“Eternal rest grant onto John and Allen Sweet, oh Lord.”

    Liked by 1 person

  10. jesh stg says:

    Love the charming town hall. Wow, this would be different for me, where I live now is the smallest, but still 3000 inhabitants “in the middle of nowhere” as my kids say.

    Liked by 2 people

  11. Annie says:

    Such sweet memories… The town hall looks healthy enough and I guess you still visit to see friends and family. When I visit my hometown, I hardly recognize it due to too much urban sprawl and it’s not pretty. 😌

    Liked by 2 people

  12. You take the most beautiful pictures of homes and doors.

    Liked by 1 person

  13. Norm 2.0 says:

    These shots remind of all the wonderful little New England towns and villages I’ve driven through over the years. It is such a beautiful part of the country.
    Thanks for sharing these πŸ™‚

    Liked by 2 people

  14. How lovely to visit these memories with you, Judy. What do the stars and asterisks mean next to your uncles’ names?

    Liked by 1 person

  15. debrapugh says:

    I love these old buildings and whenever I get a chance I read old-times / immigrants / depression era stories etc so I have a sense of the community that went on here in those time πŸ™‚

    Liked by 1 person

  16. Joanne Sisco says:

    Look at that – it’s 6 am and already I’m learning something new! I had to go and look up what exactly granges were. Your love of the land and gardening comes into focus now – in fact it’s part of your heritage!

    Thanks for the explanation of the little hearts beside your uncles’ names. I would imagine that there is a lot of both pride and sadness for your family in that sign.

    Liked by 2 people

  17. jesh stg says:

    I like that: in all things charity! Bittersweet , but still, it’s good to be known by at least some (rather than unknown)!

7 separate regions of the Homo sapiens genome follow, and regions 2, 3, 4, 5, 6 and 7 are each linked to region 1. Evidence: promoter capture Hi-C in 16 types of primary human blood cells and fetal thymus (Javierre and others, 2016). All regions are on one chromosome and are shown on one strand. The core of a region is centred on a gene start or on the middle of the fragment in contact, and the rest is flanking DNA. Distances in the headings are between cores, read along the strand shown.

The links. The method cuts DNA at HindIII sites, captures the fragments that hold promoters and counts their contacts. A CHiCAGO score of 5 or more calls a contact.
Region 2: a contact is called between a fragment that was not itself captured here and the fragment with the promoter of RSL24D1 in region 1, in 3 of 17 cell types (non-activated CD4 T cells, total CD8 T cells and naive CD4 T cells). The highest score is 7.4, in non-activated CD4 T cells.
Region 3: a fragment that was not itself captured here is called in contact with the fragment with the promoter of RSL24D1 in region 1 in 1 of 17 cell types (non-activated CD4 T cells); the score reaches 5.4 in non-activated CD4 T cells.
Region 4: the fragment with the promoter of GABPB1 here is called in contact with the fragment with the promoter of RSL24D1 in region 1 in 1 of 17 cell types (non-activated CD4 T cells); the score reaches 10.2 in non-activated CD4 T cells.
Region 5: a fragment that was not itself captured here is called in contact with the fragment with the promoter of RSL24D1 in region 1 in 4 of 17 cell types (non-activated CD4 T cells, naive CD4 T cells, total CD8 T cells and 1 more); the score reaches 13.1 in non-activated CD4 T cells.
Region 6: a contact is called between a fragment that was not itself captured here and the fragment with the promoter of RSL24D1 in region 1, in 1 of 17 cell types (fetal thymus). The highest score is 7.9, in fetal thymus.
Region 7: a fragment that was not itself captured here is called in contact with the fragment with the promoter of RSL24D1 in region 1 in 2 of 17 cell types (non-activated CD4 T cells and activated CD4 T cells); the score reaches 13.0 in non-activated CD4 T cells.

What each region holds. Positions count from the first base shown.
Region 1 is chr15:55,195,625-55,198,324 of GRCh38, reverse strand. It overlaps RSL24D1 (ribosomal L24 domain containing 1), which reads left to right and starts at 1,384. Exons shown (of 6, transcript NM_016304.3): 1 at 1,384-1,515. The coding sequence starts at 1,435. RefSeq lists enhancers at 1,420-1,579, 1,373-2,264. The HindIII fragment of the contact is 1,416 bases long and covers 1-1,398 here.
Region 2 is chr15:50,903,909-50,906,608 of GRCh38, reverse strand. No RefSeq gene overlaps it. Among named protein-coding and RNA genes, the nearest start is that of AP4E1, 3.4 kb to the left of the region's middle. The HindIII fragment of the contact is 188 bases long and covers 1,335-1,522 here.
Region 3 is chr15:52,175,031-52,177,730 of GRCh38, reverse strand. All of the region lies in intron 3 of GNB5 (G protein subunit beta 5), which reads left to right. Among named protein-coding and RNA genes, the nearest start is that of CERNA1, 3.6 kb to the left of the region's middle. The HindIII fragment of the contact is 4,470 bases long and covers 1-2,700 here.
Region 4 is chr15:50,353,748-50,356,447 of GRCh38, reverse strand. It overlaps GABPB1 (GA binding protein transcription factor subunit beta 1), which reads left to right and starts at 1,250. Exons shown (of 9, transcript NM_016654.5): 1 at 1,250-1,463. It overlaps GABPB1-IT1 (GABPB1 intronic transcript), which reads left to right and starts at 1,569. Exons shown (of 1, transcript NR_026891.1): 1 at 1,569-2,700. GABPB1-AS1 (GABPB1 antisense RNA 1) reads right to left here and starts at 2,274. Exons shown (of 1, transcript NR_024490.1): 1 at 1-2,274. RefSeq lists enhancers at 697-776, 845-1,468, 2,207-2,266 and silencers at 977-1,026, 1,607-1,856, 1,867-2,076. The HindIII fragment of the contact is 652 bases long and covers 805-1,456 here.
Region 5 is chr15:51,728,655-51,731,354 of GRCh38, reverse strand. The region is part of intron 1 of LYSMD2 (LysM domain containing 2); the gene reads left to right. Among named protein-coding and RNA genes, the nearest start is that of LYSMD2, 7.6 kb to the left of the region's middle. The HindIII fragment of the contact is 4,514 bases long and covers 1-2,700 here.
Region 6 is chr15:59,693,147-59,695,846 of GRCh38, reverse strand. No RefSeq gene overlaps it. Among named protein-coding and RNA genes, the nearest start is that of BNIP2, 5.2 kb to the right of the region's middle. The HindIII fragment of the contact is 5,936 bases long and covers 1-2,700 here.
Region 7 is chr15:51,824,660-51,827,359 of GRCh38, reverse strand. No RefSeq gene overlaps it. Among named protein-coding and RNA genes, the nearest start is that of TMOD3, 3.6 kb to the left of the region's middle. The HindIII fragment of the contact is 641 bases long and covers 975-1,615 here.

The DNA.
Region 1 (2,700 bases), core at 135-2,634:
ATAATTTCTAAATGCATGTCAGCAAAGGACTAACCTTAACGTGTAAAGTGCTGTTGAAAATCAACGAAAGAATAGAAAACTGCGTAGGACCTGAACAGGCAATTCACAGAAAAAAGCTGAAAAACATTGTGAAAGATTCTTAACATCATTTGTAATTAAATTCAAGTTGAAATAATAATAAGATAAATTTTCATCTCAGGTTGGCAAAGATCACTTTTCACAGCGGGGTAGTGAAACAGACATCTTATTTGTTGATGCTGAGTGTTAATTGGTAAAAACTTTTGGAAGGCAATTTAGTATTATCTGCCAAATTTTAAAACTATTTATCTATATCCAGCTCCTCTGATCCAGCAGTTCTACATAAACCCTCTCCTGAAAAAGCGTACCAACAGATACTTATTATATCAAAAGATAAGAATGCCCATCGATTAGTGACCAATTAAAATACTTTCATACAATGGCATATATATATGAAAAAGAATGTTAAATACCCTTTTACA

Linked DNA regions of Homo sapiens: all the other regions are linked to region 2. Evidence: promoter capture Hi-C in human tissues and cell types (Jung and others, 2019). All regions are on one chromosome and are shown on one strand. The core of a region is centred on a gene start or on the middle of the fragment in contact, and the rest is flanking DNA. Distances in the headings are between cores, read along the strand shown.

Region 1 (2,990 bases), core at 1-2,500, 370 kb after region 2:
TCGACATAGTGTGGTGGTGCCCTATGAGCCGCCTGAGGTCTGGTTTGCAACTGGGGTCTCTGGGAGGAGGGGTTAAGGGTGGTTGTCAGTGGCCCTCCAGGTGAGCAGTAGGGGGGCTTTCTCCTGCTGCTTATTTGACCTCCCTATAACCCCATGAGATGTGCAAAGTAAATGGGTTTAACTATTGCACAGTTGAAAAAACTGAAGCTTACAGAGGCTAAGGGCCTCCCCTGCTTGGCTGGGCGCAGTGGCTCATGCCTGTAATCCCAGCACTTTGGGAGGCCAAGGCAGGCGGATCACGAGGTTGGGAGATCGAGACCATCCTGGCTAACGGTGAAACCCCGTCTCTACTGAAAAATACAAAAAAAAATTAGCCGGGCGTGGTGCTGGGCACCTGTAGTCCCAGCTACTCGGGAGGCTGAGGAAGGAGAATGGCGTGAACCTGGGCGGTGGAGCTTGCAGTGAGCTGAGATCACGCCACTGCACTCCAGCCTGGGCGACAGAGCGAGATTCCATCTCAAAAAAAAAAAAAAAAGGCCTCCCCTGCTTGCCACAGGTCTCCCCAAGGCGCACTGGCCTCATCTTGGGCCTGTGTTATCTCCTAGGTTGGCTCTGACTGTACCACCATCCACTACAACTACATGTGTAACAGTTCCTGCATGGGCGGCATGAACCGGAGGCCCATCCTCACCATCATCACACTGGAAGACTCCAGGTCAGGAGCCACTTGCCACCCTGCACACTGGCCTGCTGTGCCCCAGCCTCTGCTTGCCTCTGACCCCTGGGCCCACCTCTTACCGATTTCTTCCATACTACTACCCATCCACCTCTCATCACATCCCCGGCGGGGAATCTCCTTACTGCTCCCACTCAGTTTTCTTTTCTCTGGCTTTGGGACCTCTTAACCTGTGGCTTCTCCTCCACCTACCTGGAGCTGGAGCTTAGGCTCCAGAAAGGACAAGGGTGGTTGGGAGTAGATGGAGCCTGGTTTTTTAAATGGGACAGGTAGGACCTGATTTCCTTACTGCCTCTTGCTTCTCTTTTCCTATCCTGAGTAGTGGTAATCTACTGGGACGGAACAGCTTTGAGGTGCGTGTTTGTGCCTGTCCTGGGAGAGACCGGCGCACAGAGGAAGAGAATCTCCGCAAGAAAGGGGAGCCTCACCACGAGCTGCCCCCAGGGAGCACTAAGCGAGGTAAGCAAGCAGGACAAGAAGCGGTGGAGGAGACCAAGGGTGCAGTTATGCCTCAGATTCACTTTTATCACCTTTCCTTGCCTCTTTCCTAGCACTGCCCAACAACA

Liked by 1 person

  18. Beautifully and quintessentially New England doors, Judy.

    janet

    Liked by 1 person

  19. joey says:

    Well that’s lovely. Thank you for sharing this lil gem with us.

    Liked by 1 person

  20. Nancy says:

    What a beautiful and well written tribute to your grandparents home.

    We have an old grange Hall here in our little town.

    For being so small it has a lot of history!

    Liked by 1 person

  21. Oddment says:

    I saw this post the same day I saw a post by Susan at Susurrus. Both were about Place and Past, and together they had quite an impact on me. I deliberately stepped back from both in order to think about them. They were utterly different yet deeply the same, touching on the intensity of memory arising from Place. I’m still thinking about both posts. Your uncles’ names and the visit to family and old friends in the cemetery must certainly take you beyond what you can see. I am blown away by the Grange’s motto — it certainly expresses loftier purpose than we seem to hear now. Thanks for the beauty of it all.

    Liked by 1 person

  22. Tina Schell says:

    23 Grange’s?!?! Amazing. So many little towns up ther, it looks very sweet. And I’m guessing cool clear air. Enjoy!

    Like

  23. Sharukh Bamboat says:

    415 residents in the entire town? Goodness. I want to shift to Landaff. Here I can find you 500 people in just one block. In India, even sleepy small towns like mine have a population of 1.5 million. I loved the town hall and the church. Small, simple and beautiful.

    Liked by 1 person

    • That is an interesting difference in our countries isn’t it? While in Landaff, we had slowed down at a turn and looked at a garden with some unusual garden art. Later that evening, we went to a presentation in the neighboring town. A gentleman was talking about a garden, and I said that we had seen it. He then described our car and asked if that was us, and I said ‘yes’ but how did he know. He said no one in town had a car like that. πŸ™‚

      Liked by 1 person